Albion dedicates grave marker for Medal of Honor recipient from 1869
Photos by Tom Rivers
ALBION – Orleans County Historian Matt Ballard speaks during today’s dedication of a graveside marker for Charles D. Harris. He received a new headstone in the summer at Mount Albion Cemetery, following the efforts of the Congressional Medal of Honor Society and the Medal of Honor Historical Society.
The new marker is on west side of the cemetery on Route 31.
Harris, who fought in the Civil War, was awarded the Medal of Honor for his heroism in the Apache Wars in 1869.
On September 23, 1869, Harris was present at Red Creek, Arizona, with Company D of the 8th U.S. Cavalry. On that date, the 8th Cavalry engaged a group of Apache Indians during the Apache Wars, which resulted in three men receiving the Medal of Honor.
Harris had a military gravestone in the cemetery, but it didn’t note he was awarded the Medal of Honor. The specifics of the engagement and the actions that warranted the awarding of the medal remain shrouded in mystery, Ballard said. After the war, Harris returned to Albion and lived a quiet life until his passing on September 6, 1895.
Harris is one of two Medal of Honor recipients to be buried in Orleans County. The other, John Butts of Medina, is buried at St. Mary’s Cemetery in Medina.
Ray Johnston, director of the Medal of Honor Historical Society of the U.S., spent about five years trying to show that Harris was the same Charles D. Harris who served in the Civil War from Albion. There have been two occasions where a Medal of Honor was awarded to the wrong person with the same name.
Johnston traveled to Albion from Toledo, Ohio. The retired U.S. Postal Service carrier served in the Vietnam War.
The Medal of Honor Historical Society has been able to find the final resting places for 160 Medal of Honor recipients and continues to try to find 365 others.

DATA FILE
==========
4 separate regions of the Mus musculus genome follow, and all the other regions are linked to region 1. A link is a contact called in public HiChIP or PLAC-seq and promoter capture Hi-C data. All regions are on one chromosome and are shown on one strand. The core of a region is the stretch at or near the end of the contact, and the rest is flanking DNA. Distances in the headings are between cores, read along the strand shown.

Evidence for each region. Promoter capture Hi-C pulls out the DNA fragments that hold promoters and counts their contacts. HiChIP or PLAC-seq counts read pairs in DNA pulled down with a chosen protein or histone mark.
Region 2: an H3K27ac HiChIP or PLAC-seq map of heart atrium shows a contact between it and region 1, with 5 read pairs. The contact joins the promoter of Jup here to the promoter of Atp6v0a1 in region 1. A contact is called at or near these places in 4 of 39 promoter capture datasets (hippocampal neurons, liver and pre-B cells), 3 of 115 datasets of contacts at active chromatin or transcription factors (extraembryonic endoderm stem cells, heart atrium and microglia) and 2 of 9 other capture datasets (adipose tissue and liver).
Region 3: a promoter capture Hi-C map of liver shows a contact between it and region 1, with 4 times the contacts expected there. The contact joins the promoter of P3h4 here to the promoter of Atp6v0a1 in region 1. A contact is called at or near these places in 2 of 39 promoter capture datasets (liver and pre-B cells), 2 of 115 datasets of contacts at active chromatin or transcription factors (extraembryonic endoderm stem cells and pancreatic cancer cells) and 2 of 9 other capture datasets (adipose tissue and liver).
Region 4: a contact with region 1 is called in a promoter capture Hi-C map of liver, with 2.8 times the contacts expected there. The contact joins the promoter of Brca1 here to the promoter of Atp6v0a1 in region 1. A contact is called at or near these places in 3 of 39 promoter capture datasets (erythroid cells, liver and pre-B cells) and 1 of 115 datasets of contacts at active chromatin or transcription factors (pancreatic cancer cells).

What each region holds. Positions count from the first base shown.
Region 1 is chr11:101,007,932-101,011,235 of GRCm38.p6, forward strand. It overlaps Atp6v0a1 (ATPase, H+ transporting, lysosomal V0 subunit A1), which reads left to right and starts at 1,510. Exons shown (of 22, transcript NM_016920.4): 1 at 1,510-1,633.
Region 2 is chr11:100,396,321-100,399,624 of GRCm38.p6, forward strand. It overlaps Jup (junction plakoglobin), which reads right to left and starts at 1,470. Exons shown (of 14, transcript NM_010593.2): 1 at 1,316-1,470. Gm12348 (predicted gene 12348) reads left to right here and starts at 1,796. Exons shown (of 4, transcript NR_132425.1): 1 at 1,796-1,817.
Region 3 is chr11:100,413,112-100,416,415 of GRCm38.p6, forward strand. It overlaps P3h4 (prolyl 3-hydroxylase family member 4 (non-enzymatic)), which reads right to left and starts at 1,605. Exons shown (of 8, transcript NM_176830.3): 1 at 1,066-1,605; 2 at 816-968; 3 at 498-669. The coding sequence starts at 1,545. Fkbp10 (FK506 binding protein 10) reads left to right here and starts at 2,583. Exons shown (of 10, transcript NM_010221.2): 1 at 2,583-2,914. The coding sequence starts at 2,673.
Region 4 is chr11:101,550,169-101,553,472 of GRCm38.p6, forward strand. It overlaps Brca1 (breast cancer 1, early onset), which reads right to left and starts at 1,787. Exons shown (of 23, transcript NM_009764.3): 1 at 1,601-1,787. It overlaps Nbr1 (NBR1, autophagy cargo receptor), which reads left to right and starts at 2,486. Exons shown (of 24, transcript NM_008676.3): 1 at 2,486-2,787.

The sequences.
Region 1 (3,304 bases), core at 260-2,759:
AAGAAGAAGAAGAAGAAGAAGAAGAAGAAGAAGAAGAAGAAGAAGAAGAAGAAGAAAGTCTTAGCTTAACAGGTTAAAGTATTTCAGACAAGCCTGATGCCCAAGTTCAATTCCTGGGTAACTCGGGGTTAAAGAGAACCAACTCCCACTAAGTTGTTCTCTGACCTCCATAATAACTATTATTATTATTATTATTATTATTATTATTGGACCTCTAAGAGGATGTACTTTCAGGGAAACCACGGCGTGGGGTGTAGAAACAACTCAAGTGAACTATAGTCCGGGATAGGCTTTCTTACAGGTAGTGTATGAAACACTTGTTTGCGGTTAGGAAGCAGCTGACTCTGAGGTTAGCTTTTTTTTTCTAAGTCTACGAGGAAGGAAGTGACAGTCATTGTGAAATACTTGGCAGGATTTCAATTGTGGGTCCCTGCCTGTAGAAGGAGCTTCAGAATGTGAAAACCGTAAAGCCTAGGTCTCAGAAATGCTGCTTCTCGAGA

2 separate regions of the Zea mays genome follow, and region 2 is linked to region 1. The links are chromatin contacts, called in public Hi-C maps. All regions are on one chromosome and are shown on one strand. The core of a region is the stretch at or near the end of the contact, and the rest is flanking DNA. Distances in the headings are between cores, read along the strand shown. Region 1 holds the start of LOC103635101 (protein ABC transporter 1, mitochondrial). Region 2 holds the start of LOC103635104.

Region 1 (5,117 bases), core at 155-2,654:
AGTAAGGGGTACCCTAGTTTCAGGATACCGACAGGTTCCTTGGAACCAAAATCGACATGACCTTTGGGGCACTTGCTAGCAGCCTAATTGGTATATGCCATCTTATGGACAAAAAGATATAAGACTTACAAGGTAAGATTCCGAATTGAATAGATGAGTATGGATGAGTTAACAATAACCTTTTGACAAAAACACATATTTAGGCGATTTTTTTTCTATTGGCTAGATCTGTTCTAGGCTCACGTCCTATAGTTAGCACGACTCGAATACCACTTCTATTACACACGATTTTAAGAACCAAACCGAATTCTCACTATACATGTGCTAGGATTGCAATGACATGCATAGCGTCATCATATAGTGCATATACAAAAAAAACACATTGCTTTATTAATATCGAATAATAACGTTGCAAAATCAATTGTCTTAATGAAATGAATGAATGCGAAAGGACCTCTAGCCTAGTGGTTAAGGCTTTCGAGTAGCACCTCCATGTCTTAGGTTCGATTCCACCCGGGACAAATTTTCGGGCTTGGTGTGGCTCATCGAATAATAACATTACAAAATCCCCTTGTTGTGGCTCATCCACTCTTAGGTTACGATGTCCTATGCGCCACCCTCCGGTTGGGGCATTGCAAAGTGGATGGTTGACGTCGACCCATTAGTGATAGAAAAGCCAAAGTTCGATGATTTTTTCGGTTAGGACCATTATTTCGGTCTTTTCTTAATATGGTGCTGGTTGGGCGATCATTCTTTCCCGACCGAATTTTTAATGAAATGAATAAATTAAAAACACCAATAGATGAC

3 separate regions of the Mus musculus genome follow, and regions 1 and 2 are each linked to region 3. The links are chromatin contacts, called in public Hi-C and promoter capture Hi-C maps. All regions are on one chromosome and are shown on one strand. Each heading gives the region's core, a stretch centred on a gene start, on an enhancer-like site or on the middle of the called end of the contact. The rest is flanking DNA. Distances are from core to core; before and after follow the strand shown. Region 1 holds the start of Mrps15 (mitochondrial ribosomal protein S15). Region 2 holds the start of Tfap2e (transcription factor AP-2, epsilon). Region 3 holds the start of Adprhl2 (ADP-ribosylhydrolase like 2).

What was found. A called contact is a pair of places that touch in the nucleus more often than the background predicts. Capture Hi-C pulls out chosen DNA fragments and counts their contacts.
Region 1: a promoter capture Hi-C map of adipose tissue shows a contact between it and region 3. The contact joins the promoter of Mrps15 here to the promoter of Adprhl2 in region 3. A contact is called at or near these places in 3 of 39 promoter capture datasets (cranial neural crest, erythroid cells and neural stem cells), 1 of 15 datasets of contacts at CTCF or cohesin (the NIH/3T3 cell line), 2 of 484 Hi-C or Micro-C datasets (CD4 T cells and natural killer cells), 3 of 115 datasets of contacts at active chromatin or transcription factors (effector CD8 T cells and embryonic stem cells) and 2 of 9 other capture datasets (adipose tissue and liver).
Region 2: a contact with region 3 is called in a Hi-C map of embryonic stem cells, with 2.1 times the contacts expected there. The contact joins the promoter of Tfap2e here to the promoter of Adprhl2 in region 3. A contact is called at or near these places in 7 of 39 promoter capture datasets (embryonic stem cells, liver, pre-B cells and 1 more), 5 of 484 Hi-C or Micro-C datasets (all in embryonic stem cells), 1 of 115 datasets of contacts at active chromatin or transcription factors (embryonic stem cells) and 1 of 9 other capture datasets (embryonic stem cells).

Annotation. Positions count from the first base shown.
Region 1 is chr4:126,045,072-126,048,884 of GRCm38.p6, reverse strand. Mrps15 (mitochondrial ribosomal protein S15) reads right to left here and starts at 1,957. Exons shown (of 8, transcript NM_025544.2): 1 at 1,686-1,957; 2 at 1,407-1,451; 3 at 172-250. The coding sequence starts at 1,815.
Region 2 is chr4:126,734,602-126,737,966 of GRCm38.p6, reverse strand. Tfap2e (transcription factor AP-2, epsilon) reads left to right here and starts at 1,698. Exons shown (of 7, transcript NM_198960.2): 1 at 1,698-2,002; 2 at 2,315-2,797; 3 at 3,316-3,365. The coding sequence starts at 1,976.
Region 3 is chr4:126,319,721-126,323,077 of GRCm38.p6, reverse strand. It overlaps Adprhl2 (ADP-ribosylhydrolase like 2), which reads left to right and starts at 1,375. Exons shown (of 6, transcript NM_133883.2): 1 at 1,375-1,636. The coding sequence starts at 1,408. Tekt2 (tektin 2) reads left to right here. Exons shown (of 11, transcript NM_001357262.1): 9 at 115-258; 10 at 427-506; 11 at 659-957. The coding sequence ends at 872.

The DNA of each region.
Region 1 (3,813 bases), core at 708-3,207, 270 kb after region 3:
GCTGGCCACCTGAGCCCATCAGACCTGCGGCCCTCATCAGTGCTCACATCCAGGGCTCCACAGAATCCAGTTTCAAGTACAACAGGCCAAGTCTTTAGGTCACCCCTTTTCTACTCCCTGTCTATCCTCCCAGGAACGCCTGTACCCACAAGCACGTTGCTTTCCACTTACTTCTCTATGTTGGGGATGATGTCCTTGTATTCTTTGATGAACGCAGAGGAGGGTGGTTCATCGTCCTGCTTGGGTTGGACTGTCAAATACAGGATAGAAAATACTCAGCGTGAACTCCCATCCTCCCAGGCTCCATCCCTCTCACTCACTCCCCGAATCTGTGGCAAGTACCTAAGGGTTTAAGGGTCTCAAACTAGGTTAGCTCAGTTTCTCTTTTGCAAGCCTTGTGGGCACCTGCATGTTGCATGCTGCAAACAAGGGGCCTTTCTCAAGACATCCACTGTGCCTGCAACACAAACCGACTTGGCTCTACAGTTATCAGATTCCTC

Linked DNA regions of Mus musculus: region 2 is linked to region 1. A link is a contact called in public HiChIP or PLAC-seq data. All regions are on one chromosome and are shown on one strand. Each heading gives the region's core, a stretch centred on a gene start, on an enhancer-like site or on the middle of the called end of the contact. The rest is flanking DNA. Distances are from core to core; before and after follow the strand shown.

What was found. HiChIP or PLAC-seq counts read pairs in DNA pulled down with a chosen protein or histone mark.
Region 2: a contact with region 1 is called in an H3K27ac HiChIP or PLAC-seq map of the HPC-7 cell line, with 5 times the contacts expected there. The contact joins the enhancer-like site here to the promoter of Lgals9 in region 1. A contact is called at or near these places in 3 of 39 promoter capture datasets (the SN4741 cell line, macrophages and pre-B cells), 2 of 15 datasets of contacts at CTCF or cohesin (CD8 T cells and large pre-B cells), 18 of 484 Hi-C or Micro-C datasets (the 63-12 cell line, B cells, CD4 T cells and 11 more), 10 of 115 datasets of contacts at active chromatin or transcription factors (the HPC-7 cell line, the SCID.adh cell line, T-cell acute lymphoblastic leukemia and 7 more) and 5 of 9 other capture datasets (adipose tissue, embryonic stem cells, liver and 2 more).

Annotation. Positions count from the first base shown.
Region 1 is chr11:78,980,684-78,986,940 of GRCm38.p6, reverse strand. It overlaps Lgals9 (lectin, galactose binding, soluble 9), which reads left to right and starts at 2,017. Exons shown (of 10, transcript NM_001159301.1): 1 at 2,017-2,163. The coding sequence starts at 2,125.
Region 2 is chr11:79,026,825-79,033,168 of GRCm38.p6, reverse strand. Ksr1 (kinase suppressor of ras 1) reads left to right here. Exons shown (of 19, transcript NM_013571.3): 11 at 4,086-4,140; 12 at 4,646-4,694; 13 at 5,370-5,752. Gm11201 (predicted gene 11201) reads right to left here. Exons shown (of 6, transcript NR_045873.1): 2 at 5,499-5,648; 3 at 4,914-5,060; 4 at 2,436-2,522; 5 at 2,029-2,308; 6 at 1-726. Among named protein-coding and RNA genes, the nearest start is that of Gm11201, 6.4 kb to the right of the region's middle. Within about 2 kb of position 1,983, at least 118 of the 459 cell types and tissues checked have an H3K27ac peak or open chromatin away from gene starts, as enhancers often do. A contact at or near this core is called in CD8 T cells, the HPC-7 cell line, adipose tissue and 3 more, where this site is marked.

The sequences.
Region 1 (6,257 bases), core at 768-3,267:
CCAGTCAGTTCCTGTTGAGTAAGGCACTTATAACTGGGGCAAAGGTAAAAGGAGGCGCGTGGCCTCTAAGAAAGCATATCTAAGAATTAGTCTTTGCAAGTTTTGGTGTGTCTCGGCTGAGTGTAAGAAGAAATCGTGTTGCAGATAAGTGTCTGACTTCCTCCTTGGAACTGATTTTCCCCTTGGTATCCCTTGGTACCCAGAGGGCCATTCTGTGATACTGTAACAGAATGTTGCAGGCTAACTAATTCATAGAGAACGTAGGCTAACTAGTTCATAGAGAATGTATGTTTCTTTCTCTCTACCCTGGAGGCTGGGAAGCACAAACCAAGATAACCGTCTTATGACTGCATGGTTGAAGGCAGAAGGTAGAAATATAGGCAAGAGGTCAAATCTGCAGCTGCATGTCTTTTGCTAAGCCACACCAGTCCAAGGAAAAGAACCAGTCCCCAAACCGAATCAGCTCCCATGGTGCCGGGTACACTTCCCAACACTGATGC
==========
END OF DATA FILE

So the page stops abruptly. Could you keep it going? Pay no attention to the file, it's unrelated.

Johnston said the organization would like to have a photo of Harris and also know the whereabouts of his Medal of Honor.
“I love looking for these lost souls,” Johnston told about 50 people at the marker dedication ceremony today.
Ray Johnston greets Betty and John Kemp of Clarendon. Mrs. Kemp is the great-niece of Charles Harris. She read about the ceremony for Harris in the Lake Country Pennysaver.
“I was a little shocked to see it in the paper,” she said. “This is like coming home.”
Tim Archer, a service learning teacher at Albion, organized today’s dedication service. One of his classes of seventh-graders attended the event.
“Bravery and courage are important virtues,” Archer said. “He (Harris) pushed through his fears and we are certainly grateful to him.”
MacKenzie Snook, an Albion seventh-grader, shares about Harris’s sister, Lydia. She was 11 when she was killed September 28, 1859, when the Main Street bridge collapsed on the Erie Canal. Her brother was 13 at the time.
Archer’s students two years ago worked with the Orleans County Historical Association to purchase a gravestone for Lydia Harris at Mount Albion.
These students – from left Kiera Zambito, Chloe Gray and Madison LeBaron – sing “God Bless America” at the ceremony.
Seventh-grader Landen Allis shares history about the Medal of Honor. About 3,500 of the medals have been awarded since the Civil War.
Another seventh-grader, Oliver Beach, spoke at the ceremony and shared a poem, “Recessional.”
County Legislator Don Allport said the community should remember and honor the sacrifices of veterans, including those from Harris’s era.
“I will always be grateful of everyone who came before me and allows me to stand here in this great republic,” Allport said.
Eileen Banker, Albion’s mayor, also spoke and thanked Archer’s class for helping to honor Harris, more than a century after his death.
“We have a solemn duty to honor the men and women like Charles Harris for what they are – heroes,” Banker said.
Members of the local Honor Guard did a 21-gun salute and then Taps was played.